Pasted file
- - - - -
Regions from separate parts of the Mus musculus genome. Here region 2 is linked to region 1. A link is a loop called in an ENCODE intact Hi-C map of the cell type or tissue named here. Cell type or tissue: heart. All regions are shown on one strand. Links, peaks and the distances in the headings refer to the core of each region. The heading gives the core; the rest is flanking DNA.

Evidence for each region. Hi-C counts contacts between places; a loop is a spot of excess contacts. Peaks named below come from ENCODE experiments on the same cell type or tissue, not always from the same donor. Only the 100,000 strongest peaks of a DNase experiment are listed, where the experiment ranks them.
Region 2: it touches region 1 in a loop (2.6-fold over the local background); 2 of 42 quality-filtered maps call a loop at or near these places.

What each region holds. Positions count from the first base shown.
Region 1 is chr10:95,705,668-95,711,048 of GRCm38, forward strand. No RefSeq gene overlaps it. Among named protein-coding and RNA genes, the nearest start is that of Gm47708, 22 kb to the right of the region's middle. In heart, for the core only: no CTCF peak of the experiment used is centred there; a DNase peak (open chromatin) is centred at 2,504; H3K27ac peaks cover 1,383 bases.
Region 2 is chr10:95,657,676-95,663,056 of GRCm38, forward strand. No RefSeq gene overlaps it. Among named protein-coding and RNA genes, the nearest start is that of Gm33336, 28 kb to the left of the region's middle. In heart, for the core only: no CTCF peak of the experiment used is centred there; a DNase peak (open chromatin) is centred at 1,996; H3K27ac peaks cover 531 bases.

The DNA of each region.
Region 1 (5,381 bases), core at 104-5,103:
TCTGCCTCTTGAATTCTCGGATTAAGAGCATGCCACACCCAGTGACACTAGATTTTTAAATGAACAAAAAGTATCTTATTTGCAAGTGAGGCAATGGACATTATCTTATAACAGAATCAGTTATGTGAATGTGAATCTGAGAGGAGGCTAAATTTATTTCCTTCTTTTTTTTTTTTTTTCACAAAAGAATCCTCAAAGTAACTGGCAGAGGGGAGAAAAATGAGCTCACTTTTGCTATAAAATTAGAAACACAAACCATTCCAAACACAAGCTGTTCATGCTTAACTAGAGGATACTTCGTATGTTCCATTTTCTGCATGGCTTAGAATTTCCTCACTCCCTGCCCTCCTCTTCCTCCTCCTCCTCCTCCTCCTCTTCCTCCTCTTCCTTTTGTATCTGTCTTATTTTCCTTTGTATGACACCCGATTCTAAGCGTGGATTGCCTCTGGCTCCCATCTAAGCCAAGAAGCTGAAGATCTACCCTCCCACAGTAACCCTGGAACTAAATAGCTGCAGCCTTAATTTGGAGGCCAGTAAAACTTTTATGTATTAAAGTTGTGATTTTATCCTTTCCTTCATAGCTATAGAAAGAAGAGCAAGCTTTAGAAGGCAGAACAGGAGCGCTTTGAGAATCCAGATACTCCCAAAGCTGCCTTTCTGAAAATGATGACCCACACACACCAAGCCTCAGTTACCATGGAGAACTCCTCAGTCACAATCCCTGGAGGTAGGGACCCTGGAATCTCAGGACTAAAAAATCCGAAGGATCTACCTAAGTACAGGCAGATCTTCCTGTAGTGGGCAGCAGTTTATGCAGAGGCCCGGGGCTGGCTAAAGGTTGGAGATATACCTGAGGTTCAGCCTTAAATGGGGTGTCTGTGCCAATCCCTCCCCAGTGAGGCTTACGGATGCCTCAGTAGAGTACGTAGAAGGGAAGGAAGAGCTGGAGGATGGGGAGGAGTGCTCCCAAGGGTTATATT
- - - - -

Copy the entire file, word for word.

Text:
Regions from separate parts of the Mus musculus genome. Here region 2 is linked to region 1. A link is a loop called in an ENCODE intact Hi-C map of the cell type or tissue named here. Cell type or tissue: heart. All regions are shown on one strand. Links, peaks and the distances in the headings refer to the core of each region. The heading gives the core; the rest is flanking DNA.

Evidence for each region. Hi-C counts contacts between places; a loop is a spot of excess contacts. Peaks named below come from ENCODE experiments on the same cell type or tissue, not always from the same donor. Only the 100,000 strongest peaks of a DNase experiment are listed, where the experiment ranks them.
Region 2: it touches region 1 in a loop (2.6-fold over the local background); 2 of 42 quality-filtered maps call a loop at or near these places.

What each region holds. Positions count from the first base shown.
Region 1 is chr10:95,705,668-95,711,048 of GRCm38, forward strand. No RefSeq gene overlaps it. Among named protein-coding and RNA genes, the nearest start is that of Gm47708, 22 kb to the right of the region's middle. In heart, for the core only: no CTCF peak of the experiment used is centred there; a DNase peak (open chromatin) is centred at 2,504; H3K27ac peaks cover 1,383 bases.
Region 2 is chr10:95,657,676-95,663,056 of GRCm38, forward strand. No RefSeq gene overlaps it. Among named protein-coding and RNA genes, the nearest start is that of Gm33336, 28 kb to the left of the region's middle. In heart, for the core only: no CTCF peak of the experiment used is centred there; a DNase peak (open chromatin) is centred at 1,996; H3K27ac peaks cover 531 bases.

The DNA of each region.
Region 1 (5,381 bases), core at 104-5,103:
TCTGCCTCTTGAATTCTCGGATTAAGAGCATGCCACACCCAGTGACACTAGATTTTTAAATGAACAAAAAGTATCTTATTTGCAAGTGAGGCAATGGACATTATCTTATAACAGAATCAGTTATGTGAATGTGAATCTGAGAGGAGGCTAAATTTATTTCCTTCTTTTTTTTTTTTTTTCACAAAAGAATCCTCAAAGTAACTGGCAGAGGGGAGAAAAATGAGCTCACTTTTGCTATAAAATTAGAAACACAAACCATTCCAAACACAAGCTGTTCATGCTTAACTAGAGGATACTTCGTATGTTCCATTTTCTGCATGGCTTAGAATTTCCTCACTCCCTGCCCTCCTCTTCCTCCTCCTCCTCCTCCTCCTCTTCCTCCTCTTCCTTTTGTATCTGTCTTATTTTCCTTTGTATGACACCCGATTCTAAGCGTGGATTGCCTCTGGCTCCCATCTAAGCCAAGAAGCTGAAGATCTACCCTCCCACAGTAACCCTGGAACTAAATAGCTGCAGCCTTAATTTGGAGGCCAGTAAAACTTTTATGTATTAAAGTTGTGATTTTATCCTTTCCTTCATAGCTATAGAAAGAAGAGCAAGCTTTAGAAGGCAGAACAGGAGCGCTTTGAGAATCCAGATACTCCCAAAGCTGCCTTTCTGAAAATGATGACCCACACACACCAAGCCTCAGTTACCATGGAGAACTCCTCAGTCACAATCCCTGGAGGTAGGGACCCTGGAATCTCAGGACTAAAAAATCCGAAGGATCTACCTAAGTACAGGCAGATCTTCCTGTAGTGGGCAGCAGTTTATGCAGAGGCCCGGGGCTGGCTAAAGGTTGGAGATATACCTGAGGTTCAGCCTTAAATGGGGTGTCTGTGCCAATCCCTCCCCAGTGAGGCTTACGGATGCCTCAGTAGAGTACGTAGAAGGGAAGGAAGAGCTGGAGGATGGGGAGGAGTGCTCCCAAGGGTTATATT